## Abstract

Aquatic animals commonly oscillate their fins, tails, or other structures to propel and control themselves in water. These elements are not perfectly rigid, so the interplay between their stiffness and the fluid loading dictates their dynamics. We examine the propulsive qualities of a tail-like flexible beam actuated by a dynamic moment over a range of frequencies and flow speeds. This is accomplished using the equations of fluid-immersed beams in combination with a set of tractable expressions for thrust and efficiency. We solve these expressions over the velocity–frequency plane and show that the flexible propulsor has regions of both positive and negative thrust. We also show the behavior of a sample underwater vehicle with fixed drag characteristics as an illustration of a realizable system.

## 1 Introduction

There is tremendous interest in bio-inspired underwater propulsion systems as alternatives to the standard propeller found on most undersea vehicles [1]. Nature has evolved a number of periodic propulsive techniques [2], e.g., thunniform, carangiform, anguilliform, and batoid, for a large range of aquatic creatures [3,4]. The periodic motions of fish allow them to attain tremendous speeds and agility during hunting and evasive maneuvers while also exhibiting impressive efficiencies over long distances. Given this impressive performance, a significant amount of analytical work has been committed to understanding the hydrodynamics of periodic motion, with the intention of adapting it to engineered systems [5–7]. Experimental work has also been conducted with foils and panels which are periodically pitching [8], heaving [9], or both pitching and heaving [10–12]; and using different shapes [13,14], aspect ratios [15], and flexibilities [16,17]. Because these engineered systems can be run repeatably and understood in detail, the analysis, measurement, and control [18] of these systems have provided scientists and engineers with a better understanding of periodic propulsion [4].

A number of robotic implementations have been built. These include the well-known RoboTuna [19], the designs described in Refs. [20–22], and many others reviewed in Ref. [23]. Many of these designs use fully actuated, rigid-link systems for propulsion, but such articulated systems have a drivetrain complexity [24] that increases with the number of joints. For the purpose of simplification, flexible propulsors have been used in place of fully actuated systems. Researchers have studied the effects of flexibility using distinct foils and panels [25,26], as well as continuous tails actuated with a periodic moment [27] or with tail motion generated through instability [28,29].

Systems using a tail-like flexible beam for propulsion are governed by equations modeling fluid-immersed beams [29–32]. Unlike the works cited above, the present communication investigates the forced vibration of a fluid-immersed flexible beam, rather than a beam driven to instability by fluid flow. This model can be studied over a range of frequencies and external flow velocities, treating them as independent variables, to determine the beam motion. The motion of the forced system can be used to evaluate propulsive performance using Lighthill’s equations for slender bodies [5]. These equations can be used to determine the resultant velocity, thrust, and Froude efficiency of an underwater vehicle with a tail driven at a specific frequency and amplitude, based on its drag model and other system parameters. Because our analytical model is computationally inexpensive and accepts a wide range of thin beam geometries, we are able to observe inflection points in the thrust and efficiency behavior that are not easily found experimentally. In particular, we are able to see a decline in thrust production with increased frequency that has not been experimentally observed with shorter tails [33].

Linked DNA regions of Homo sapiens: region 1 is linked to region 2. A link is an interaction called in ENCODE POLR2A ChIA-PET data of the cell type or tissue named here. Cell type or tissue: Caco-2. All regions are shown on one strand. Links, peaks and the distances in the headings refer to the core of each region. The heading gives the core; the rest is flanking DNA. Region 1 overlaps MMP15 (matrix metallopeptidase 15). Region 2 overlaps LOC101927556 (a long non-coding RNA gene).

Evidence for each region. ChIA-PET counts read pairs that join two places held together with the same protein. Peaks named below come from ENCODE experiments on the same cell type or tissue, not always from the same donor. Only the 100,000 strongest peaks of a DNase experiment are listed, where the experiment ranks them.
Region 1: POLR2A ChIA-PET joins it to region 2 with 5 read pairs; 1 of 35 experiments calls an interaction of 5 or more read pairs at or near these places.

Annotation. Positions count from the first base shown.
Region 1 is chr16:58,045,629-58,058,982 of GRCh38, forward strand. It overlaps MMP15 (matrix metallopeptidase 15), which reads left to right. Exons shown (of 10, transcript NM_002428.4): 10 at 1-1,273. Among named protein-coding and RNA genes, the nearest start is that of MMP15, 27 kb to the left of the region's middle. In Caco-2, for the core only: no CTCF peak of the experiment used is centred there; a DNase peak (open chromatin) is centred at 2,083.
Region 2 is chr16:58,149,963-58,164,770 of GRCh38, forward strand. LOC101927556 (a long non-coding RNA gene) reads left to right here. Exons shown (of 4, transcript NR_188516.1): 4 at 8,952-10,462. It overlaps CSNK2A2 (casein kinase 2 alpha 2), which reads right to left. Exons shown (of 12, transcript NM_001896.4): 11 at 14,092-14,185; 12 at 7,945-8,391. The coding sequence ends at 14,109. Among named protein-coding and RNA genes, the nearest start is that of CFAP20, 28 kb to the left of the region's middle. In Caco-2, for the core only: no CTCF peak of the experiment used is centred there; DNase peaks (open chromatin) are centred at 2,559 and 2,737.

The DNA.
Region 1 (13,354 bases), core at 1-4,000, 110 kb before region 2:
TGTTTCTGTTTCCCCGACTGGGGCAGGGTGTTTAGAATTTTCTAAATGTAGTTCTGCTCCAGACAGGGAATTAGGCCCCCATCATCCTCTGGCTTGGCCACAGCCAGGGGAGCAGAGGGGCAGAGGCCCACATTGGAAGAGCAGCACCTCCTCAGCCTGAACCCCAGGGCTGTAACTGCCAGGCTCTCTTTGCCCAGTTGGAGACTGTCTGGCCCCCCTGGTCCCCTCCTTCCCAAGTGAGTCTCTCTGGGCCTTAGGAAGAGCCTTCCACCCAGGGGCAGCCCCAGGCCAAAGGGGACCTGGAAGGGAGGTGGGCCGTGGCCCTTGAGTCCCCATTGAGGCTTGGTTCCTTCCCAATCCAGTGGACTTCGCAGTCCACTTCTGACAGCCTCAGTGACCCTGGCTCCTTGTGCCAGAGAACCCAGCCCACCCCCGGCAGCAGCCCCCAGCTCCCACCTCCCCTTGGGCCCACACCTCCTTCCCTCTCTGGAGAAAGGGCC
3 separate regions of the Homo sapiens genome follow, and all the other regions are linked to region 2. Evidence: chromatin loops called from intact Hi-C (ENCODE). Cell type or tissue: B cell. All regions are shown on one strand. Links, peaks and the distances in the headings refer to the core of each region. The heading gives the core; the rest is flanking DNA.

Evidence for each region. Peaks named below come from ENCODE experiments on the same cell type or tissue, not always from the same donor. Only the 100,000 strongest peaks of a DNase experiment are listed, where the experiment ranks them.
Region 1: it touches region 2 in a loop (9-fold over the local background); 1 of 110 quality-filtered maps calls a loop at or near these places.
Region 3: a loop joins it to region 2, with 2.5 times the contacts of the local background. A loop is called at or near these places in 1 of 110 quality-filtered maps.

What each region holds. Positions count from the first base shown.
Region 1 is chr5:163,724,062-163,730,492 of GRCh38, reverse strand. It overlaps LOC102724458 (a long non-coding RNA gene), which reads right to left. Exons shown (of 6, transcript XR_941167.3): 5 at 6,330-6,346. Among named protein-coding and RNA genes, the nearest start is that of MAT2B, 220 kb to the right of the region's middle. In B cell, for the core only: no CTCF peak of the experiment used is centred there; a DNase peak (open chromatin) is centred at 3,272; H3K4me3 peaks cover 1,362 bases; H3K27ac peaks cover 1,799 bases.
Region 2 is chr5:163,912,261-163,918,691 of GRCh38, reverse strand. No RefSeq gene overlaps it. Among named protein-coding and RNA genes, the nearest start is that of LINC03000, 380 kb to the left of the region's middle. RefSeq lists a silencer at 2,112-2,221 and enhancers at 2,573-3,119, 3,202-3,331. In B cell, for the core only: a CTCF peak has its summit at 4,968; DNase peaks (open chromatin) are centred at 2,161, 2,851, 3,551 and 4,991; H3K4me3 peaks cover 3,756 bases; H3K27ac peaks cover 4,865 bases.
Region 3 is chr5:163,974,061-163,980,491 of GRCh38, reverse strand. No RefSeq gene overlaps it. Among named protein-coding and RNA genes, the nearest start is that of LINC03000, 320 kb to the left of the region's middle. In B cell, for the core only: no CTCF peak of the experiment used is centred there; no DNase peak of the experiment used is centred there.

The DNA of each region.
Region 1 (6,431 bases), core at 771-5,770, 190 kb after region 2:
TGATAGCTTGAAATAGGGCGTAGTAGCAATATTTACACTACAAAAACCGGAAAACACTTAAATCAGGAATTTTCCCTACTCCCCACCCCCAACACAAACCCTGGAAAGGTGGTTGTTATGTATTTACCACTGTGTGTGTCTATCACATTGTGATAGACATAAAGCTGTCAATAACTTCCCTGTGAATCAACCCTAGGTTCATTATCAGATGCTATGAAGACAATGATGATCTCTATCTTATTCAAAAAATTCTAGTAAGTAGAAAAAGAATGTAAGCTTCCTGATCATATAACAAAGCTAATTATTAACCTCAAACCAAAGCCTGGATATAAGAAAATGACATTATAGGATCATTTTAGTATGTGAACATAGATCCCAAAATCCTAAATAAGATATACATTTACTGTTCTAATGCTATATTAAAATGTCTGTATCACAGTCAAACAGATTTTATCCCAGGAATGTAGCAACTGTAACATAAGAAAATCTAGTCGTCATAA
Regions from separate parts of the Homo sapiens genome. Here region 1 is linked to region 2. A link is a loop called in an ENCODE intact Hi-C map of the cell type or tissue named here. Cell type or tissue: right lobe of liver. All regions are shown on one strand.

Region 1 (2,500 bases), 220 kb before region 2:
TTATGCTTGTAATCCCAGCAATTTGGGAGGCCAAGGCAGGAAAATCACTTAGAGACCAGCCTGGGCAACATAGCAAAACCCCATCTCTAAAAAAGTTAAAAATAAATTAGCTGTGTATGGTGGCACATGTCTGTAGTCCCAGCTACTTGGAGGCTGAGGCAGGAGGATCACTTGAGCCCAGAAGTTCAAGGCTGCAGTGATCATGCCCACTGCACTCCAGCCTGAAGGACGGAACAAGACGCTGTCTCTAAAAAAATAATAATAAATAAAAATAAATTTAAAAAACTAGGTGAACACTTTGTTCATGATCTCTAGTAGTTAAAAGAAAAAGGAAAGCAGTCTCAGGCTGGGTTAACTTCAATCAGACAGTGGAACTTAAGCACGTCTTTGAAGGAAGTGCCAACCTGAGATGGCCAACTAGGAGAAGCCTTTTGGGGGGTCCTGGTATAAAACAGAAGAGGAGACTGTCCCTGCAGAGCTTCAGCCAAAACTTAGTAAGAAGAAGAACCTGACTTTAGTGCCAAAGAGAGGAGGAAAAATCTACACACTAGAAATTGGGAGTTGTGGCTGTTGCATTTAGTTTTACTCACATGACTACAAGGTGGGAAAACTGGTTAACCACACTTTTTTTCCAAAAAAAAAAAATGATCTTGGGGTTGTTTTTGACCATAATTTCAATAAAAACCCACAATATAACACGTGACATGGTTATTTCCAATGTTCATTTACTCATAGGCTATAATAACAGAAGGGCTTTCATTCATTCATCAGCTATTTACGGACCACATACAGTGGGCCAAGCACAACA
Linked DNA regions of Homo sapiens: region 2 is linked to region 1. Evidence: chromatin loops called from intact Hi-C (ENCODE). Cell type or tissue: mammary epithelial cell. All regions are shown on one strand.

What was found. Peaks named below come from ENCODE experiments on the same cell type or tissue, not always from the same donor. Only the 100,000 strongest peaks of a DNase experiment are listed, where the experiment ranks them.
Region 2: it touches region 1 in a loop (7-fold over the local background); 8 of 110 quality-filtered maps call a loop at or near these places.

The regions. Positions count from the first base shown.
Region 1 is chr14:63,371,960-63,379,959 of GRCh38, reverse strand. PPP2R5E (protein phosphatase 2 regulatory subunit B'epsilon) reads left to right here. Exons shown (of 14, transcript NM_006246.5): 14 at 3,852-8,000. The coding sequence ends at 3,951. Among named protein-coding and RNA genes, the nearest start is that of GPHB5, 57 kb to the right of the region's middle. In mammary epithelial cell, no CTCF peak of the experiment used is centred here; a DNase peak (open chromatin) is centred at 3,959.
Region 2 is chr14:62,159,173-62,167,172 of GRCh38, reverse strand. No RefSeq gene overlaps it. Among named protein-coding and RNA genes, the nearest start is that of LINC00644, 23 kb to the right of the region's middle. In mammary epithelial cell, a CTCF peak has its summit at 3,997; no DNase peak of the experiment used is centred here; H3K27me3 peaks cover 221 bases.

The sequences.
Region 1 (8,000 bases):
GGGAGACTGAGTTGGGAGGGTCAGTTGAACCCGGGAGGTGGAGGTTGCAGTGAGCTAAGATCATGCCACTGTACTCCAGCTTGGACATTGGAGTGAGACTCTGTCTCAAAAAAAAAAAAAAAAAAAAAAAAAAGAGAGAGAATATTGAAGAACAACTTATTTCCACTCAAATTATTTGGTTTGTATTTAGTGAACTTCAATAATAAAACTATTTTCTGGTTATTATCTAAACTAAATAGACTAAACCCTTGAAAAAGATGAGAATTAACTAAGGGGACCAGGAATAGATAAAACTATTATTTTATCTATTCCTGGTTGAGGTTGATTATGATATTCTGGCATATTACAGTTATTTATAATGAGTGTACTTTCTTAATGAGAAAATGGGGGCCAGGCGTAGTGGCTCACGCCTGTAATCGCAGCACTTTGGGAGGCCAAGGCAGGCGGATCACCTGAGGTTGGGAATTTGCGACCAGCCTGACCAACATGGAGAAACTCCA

The physical system is described in Sec. 2 along with a set of assumptions that simplify the mathematical model. The model is presented in Sec. 3 and the method of solution is discussed in Sec. 4. For a specific set of system parameters, the thrust and efficiency of the underwater vehicle, associated with different driving frequencies, are discussed in Sec. 5. Concluding remarks are provided in Sec. 6.

## 2 System Description and Assumptions

Consider the underwater vehicle immersed in quiescent fluid (Fig. 1). It is composed of a rigid body and a tail-like flexible beam. The center-of-mass of the rigid body is constrained to translate along a channel and the beam is connected to the rigid body by a revolute joint. The vehicle is propelled by the oscillatory motion of the flexible beam, which is generated by actively controlling the revolute joint. We make several simplifying assumptions in modeling the vehicle.

- (A1)
The vehicle is in a state of dynamic equilibrium. The revolute joint of the vehicle translates with constant velocity

*U*_{e}along the negative*X*-axis in the quiescent fluid. We define the reference frame*XY*where the*X*-axis is aligned with the channel and the origin is located at the projection of the revolute joint onto the*X*-axis; this implies that the*XY*frame translates along the channel. The*XY*frame is therefore an inertial reference frame and*U*_{e}denotes the external flow relative to this frame. The underwater vehicle is neutrally buoyant in a fluid of density*ρ*_{f}and its motion is confined to the horizontal plane. - (A2)